St. Philip's Episcopal Church in Charleston was organized in 1681 and is the oldest church in South Carolina. (Photo via Flickr, by Spencer Means, Licensed CC.)

The U.S. Supreme Court last week declined to hear an appeal from South Carolina’s anti-LGBTQ splinter Episcopalian diocese. The splinter group had sought to retain ownership of several pieces of property owned by the more LGBTQ-inclusive national Episcopal Church.

South Carolina’s former Episcopal diocese separated from the national church in June 2012. Their bishop and members broke from the national church due to its more LGBTQ-affirming practices and beliefs. Since then the group has sought to keep ownership of several churches and other properties — many of them hundreds of years old and of significant historical value.

The breakaway group’s lawsuit was filed in 2013. A local court ruled in favor of the breakaway group, but the national church appealed to the state Supreme Court. South Carolina’s high court found in favor of the national church.

On June 11, the U.S. Supreme Court declined to hear the breakaway group’s appeal for that state decision.

“We are grateful for the clarity that this decision offers, and hopeful that it brings all of us closer to having real conversations on how we can bring healing and reconciliation to the church, the body of Christ, in this part of South Carolina,” Episcopal Church in South Carolina Bishop Provisional Gladstone B. Adams III said in a statement. “Our path continues to be one of reconciliation and love, for love is the way of Jesus.”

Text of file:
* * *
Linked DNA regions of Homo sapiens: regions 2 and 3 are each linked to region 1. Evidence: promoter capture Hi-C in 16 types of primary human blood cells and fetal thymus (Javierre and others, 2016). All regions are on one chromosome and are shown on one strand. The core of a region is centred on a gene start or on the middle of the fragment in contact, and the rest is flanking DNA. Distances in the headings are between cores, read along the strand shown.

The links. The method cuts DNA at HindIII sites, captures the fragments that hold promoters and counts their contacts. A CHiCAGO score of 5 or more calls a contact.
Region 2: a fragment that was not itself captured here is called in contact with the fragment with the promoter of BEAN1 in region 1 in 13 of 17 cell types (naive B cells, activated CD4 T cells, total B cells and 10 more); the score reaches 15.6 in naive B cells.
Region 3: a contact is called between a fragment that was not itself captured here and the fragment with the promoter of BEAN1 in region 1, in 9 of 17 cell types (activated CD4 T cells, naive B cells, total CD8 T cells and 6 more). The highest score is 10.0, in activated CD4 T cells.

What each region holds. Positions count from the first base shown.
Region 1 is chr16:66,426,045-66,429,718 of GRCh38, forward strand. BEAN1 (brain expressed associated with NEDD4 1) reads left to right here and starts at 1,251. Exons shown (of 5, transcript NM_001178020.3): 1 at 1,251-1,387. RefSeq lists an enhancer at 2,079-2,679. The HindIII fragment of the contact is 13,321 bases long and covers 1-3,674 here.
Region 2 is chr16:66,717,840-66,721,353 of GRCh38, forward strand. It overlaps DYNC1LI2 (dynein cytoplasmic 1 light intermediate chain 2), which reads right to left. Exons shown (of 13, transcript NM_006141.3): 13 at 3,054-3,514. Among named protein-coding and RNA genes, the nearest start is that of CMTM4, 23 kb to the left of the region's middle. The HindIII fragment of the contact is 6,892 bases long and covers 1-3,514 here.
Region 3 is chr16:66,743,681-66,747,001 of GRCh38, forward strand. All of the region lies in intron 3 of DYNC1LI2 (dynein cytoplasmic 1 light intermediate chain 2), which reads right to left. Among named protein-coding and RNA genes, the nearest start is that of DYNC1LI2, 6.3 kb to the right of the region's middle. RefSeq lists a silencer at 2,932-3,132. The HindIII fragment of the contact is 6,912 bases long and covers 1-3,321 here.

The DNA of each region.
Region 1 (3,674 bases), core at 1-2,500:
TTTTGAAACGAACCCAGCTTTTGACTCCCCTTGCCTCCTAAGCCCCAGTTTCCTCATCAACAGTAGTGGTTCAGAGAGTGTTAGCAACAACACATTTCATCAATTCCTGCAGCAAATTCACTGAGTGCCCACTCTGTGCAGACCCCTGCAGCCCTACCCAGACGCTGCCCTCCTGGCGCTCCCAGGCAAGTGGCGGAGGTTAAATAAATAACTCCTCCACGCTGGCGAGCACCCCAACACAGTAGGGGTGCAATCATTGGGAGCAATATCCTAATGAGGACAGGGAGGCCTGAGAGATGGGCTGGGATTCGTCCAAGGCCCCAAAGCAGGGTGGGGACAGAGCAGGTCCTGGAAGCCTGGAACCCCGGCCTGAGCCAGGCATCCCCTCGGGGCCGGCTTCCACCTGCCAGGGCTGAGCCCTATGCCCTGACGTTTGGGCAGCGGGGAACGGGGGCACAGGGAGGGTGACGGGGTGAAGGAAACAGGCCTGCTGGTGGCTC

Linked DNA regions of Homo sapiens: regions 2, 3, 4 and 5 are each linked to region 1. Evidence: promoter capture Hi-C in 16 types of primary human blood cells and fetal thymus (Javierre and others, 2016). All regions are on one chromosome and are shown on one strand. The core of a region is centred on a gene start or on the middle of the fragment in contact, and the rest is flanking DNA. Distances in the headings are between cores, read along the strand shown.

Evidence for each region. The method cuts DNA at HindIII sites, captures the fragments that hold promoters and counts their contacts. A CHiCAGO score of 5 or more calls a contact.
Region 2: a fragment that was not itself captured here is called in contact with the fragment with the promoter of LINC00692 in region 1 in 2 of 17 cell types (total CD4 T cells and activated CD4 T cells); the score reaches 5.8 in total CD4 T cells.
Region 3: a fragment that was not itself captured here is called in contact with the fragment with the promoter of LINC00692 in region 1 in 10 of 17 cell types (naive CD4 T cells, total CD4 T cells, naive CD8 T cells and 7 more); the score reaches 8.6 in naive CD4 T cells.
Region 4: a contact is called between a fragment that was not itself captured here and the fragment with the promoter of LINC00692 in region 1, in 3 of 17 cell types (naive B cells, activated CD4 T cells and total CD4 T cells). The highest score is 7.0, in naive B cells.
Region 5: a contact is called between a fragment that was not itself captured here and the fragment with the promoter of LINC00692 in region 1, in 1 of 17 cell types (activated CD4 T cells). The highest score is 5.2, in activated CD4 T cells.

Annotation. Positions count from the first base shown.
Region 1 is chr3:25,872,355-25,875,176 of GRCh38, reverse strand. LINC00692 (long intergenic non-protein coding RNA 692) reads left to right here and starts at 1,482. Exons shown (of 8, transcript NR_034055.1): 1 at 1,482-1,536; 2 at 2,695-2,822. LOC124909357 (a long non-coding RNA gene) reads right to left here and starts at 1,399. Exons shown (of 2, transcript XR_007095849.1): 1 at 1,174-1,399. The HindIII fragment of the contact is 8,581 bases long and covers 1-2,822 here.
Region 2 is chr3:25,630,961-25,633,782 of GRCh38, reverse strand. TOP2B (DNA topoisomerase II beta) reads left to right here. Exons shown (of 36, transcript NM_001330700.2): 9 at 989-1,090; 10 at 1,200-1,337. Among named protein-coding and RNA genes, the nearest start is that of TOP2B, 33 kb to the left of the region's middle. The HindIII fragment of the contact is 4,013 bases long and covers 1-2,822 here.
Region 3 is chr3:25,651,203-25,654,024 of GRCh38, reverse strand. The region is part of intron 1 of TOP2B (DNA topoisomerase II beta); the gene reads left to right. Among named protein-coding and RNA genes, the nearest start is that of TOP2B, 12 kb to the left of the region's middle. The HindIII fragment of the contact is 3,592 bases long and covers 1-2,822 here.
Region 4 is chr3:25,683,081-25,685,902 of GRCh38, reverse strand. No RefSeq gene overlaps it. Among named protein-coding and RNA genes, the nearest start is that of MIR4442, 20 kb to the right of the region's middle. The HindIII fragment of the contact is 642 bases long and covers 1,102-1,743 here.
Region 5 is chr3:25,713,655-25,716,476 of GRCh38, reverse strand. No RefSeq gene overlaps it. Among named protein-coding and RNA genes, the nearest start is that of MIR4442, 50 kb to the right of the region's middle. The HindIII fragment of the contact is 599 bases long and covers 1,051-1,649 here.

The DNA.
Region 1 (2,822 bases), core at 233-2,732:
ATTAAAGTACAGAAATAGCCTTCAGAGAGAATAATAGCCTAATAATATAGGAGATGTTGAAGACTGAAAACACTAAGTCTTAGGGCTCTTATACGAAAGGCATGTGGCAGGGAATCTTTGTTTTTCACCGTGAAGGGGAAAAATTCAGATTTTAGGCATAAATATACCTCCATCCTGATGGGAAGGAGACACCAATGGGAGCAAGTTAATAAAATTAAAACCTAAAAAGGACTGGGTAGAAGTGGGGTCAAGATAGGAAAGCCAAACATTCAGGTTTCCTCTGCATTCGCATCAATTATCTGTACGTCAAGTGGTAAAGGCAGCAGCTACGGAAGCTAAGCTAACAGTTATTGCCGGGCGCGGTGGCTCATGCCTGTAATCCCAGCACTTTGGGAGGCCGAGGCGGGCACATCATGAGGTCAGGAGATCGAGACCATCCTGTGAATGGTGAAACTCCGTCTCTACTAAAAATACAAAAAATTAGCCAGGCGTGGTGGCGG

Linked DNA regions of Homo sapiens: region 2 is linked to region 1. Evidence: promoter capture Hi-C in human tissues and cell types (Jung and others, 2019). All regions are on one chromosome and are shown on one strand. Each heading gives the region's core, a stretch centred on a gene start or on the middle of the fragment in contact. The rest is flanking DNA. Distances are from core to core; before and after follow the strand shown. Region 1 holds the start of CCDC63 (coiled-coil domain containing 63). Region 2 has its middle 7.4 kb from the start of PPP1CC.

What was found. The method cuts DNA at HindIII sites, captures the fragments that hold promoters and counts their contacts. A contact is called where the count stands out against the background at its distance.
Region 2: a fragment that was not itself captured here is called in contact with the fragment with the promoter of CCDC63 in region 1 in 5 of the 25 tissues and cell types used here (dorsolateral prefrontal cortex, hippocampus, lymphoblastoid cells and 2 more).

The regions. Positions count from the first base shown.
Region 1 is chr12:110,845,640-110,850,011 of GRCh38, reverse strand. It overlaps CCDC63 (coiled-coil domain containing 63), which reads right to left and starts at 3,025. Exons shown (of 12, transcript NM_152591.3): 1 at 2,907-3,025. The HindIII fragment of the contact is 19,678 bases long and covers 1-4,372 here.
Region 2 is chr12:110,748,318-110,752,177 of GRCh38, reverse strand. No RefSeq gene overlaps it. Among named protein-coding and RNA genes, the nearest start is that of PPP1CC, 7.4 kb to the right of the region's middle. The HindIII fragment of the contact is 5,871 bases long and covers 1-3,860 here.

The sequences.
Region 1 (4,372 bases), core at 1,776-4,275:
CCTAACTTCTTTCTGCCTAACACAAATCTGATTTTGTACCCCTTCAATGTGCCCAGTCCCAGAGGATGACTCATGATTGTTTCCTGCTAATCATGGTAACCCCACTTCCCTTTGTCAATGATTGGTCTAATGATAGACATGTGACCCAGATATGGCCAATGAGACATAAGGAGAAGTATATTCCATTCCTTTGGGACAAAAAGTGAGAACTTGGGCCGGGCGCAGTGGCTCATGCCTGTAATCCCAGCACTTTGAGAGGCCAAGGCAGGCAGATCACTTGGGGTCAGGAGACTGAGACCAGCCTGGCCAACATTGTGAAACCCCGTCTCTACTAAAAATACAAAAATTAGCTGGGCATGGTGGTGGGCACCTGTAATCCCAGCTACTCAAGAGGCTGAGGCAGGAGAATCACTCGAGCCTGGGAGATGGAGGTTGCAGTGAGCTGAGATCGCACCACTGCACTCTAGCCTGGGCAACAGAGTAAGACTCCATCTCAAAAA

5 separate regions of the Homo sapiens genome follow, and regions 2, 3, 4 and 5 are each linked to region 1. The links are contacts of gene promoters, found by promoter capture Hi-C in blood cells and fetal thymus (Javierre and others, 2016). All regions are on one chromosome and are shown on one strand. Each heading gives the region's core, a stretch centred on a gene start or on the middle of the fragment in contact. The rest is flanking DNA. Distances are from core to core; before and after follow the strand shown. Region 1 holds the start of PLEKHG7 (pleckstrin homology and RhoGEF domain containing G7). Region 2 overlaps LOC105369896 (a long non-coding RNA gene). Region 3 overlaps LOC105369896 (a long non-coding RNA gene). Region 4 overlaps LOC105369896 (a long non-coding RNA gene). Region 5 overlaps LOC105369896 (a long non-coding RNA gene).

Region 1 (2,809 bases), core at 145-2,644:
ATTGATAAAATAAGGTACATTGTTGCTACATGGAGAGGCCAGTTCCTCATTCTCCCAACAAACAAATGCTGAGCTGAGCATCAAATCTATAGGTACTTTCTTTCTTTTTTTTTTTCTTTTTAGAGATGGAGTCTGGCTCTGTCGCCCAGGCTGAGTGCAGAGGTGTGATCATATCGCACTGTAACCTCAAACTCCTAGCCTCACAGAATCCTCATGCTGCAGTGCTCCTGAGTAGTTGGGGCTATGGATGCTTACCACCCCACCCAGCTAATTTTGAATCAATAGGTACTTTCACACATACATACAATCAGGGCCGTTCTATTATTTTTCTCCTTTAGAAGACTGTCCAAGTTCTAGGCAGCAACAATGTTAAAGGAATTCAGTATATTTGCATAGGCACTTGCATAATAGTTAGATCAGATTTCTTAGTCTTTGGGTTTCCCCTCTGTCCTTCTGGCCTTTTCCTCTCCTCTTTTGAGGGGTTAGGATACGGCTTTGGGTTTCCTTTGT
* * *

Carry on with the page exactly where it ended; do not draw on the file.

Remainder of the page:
The Supreme Court’s decision doesn’t mean that South Carolina church property will immediately be returned to the national church. The state Supreme Court will have to enforce the ruling. The national church has asked the court to appoint a special master to oversee the property transition.

Read more via the Episcopal News Service.

Matt Comer

Matt Comer previously served as editor from October 2007 through August 2015 and as a staff writer afterward in 2016.